Life Science and Environmental Ethics
Life Science and Environmental Ethics Track
The Life Science and Environmental Ethics Track addresses ethical, political, and social issues in the life science fields of biology, medicine, and environmental sciences. Such issues include the manipulation of genetic material in foods or insect pests or human embryos, the creation of new medicines and technologies to sustain life, and the environmental trade-offs that our expanding population confronts from land use, planning and disposal of hazardous waste to the preservation or natural environments, and the protection of clean air and water.
Understanding and working with such issues requires clear and analytical thinking, an understanding of classical ethical arguments, and experience in the settings where the decisions are made. The Life Science and Environmental Ethics Honors Track provides the relevant training and experience of pursuing these interests. As with the other Honors Tracks, the Life Science and Environmental Ethics Track functions like a minor, offering a distinctive set of courses that adds breadth to, and reinforces, a student’s chosen major.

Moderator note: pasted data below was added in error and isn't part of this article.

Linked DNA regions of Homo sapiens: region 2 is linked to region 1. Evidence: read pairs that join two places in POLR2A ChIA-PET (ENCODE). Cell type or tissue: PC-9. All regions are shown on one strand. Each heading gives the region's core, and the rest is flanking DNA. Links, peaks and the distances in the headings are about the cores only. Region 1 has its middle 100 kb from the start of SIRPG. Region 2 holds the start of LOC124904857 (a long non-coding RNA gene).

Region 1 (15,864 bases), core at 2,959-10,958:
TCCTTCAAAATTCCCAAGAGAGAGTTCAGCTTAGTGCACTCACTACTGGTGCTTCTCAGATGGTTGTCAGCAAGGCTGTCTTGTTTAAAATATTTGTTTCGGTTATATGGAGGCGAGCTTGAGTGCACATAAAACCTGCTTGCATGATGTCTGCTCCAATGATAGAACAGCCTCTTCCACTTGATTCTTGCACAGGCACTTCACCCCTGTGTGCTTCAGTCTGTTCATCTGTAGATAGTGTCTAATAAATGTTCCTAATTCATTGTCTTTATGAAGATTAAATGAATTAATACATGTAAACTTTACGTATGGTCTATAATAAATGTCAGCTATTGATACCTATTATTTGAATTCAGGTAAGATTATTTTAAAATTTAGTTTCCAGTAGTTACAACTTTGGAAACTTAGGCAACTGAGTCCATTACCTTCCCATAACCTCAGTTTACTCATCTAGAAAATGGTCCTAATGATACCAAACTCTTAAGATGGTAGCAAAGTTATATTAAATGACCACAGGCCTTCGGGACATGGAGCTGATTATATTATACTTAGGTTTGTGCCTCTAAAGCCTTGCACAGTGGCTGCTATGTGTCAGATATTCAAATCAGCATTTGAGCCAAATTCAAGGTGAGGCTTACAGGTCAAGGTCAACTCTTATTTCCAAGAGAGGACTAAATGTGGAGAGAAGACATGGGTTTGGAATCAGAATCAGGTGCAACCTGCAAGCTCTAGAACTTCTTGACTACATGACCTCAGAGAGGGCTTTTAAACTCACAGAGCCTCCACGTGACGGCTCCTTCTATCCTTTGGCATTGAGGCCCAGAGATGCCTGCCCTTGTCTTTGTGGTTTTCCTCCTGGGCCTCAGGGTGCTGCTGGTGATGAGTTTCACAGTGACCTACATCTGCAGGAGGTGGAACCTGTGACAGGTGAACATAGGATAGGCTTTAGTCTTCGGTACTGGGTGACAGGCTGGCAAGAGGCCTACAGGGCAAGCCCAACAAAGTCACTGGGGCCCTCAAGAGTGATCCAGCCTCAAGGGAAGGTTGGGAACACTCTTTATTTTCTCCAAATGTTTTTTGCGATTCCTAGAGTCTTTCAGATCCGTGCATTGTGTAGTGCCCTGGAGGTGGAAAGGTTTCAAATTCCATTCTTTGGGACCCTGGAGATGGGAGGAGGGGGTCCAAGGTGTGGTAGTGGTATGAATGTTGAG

The Track is Ideal For:
- Students of all majors
- Students with special interest in ethical issues caused by their scientific knowledge
- Business students who wish to better understand the ethical dimensions if the technical areas in which they will soon be working
After completing at least two science courses *by advisement), during the first two years at William Paterson, the student takes a set of three courses in the track. These courses expand the student’s understanding of the process of scientific investigation, expose them to major ethical systems, and through the mechanism of case study, guide the student in exploring the interfaces among ethics, science, and the law. Next, the student completes a one semester intensive internship with an agency that deals with ethical issues in the lives of humans, animals, or an aspect of human environmental interaction. Finally, the student will integrate classroom and practical experience with scholarship in a senior thesis.
How do I enroll?
- For further information on this track, consult the director, Dr. Karen Swanson, at (973) 720-2589.
- You could also call or email Jan Pinkston at (973) 720-3657, email@example.com.
About the Track Director:
Karen Swanson received her Ph.D. in Geochemistry and Mineralogy from the Pennsylvania State University in 1988 and is an Assistant Professor in the Department of Environmental Science. She is primarily interested in two areas of inquiry: the behavior of pollutants in natural water systems, and the best ways to teach science at all levels.